Joe Hud­son, chair­man of the At­lanta NAACP Eco­nomic De­vel­op­ment Com­mit­tee, said com­pa­nies aren’t do­ing enough to earn the in­cen­tives.

“It both­ers me,” he said. “The com­mu­nity should get some kind of re­turn for bear­ing the bur­den of the taxes be­ing given away. Th­ese funds don’t come back lo­cally. They just go away” to share­hold­ers.

Top ben­e­fi­cia­ries

Many fa­mil­iar com­pa­nies are on the list of those re­ceiv­ing pub­lic ben­e­fits for their ex­pan­sions.

In­cluded are lo­cal en­ter­prises like Home De­pot, Equifax and Turner, along­side na­tional ones — Com­cast, FedEx, Costco and State Farm.

Bank of Amer­ica Plaza on Peachtree Street, where the tallest build­ing in Georgia is lo­cated, re­ceived a $1.8 mil­lion tax dis­count last year. The in­cen­tives helped the 55-story tower re­cruit busi­ness ten­ants as it strug­gled with low oc­cu­pancy rates while re­cov­er­ing from fore­clo­sure in 2012.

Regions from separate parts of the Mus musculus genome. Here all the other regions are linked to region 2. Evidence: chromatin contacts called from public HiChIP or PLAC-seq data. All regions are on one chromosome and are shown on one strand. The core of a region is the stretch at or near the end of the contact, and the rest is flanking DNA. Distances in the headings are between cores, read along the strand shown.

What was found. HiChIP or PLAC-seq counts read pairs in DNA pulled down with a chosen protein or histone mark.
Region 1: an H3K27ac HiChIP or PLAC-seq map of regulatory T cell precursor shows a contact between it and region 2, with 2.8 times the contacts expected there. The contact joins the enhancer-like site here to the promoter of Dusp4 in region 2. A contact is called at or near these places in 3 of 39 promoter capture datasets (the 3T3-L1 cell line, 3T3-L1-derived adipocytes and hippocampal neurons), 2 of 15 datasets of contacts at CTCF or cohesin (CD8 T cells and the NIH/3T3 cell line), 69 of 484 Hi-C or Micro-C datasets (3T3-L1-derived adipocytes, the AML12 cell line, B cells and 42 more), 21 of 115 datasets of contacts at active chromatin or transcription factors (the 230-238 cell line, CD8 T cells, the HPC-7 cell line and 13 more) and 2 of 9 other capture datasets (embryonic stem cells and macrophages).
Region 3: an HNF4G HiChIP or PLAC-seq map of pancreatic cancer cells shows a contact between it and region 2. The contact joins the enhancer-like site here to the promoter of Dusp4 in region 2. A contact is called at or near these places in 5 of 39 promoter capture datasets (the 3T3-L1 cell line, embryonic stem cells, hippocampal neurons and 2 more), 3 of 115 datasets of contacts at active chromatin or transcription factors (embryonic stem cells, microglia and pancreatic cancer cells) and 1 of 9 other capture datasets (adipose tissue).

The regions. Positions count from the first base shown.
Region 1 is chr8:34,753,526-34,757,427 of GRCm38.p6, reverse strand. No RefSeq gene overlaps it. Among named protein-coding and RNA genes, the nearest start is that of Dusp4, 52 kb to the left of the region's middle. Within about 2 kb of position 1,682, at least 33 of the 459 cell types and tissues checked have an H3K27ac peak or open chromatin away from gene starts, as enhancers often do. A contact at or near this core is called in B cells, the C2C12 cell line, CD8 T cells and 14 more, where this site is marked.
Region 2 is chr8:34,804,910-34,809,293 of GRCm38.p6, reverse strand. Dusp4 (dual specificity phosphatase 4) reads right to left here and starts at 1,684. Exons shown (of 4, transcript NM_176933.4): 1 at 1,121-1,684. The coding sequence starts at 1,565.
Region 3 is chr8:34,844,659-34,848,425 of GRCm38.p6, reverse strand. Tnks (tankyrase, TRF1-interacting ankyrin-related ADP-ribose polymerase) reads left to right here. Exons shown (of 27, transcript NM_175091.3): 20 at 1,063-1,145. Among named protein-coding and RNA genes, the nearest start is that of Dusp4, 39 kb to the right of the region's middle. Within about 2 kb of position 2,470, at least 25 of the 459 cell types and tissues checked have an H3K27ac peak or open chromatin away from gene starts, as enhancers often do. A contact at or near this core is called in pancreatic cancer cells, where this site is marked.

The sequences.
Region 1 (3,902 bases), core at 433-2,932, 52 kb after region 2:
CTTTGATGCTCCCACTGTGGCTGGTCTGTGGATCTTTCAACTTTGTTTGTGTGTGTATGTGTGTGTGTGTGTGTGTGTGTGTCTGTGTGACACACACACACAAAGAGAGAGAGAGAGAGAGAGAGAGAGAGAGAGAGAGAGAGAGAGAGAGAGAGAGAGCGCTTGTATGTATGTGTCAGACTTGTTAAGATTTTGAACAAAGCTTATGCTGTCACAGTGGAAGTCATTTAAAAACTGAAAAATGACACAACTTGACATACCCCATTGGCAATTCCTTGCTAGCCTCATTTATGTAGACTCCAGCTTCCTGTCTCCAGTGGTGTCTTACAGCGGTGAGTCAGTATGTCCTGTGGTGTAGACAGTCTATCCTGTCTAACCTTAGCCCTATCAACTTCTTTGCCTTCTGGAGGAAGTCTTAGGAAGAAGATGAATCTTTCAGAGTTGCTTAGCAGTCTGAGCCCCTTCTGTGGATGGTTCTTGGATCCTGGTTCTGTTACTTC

An­other lo­cal icon, Coca-Cola, ben­e­fited from $894,435 in in­cen­tives last year, pri­mar­ily to sup­port the com­pany’s in­vest­ment in Freestyle foun­tain ma­chines, which al­low cus­tomers to mix and match a va­ri­ety of fla­vors and so­das.

“Th­ese abate­ments helped The Coca-Cola Com­pany make sig­nif­i­cant in­vest­ments to ex­pand our fa­cil­ity and ca­pa­bil­i­ties to bet­ter serve our cus­tomers and con­sumers around the coun­try,” said spokesman Ben Shei­dler in a state­ment. “We’re pleased that the in­vest­ments we made, with the sup­port of Ful­ton County, en­abled our fa­cil­ity to add more than 100 jobs at that site” where the ma­chines are man­u­fac­tured.

Cox En­ter­prises, the AJC’s par­ent com­pany, also re­ceived $1.4 mil­lion in tax breaks last year for re­cently built of­fice tow­ers in Sandy Springs and Brookhaven.

“As an eco­nomic driver and phil­an­thropic leader, Cox is com­mit­ted to the area’s long-term growth. Cox re­cently made sub­stan­tial con­tri­bu­tions to metro At­lanta’s com­mer­cial real es­tate in­dus­try by con­struct­ing more than 1 mil­lion square feet of of­fice space. And, the com­pany-re­lated foun­da­tion has do­nated nearly $75 mil­lion to non­prof­its in Georgia since 2012,” said spokes­woman El­iz­a­beth Olm­stead in a state­ment.

Lux­ury apart­ment com­plexes, es­pe­cially in the Mid­town and Buck­head, were awarded tax in­cen­tives worth more than $7.2 mil­lion. That’s a tax break of­ten crit­i­cized be­cause it leads to few jobs.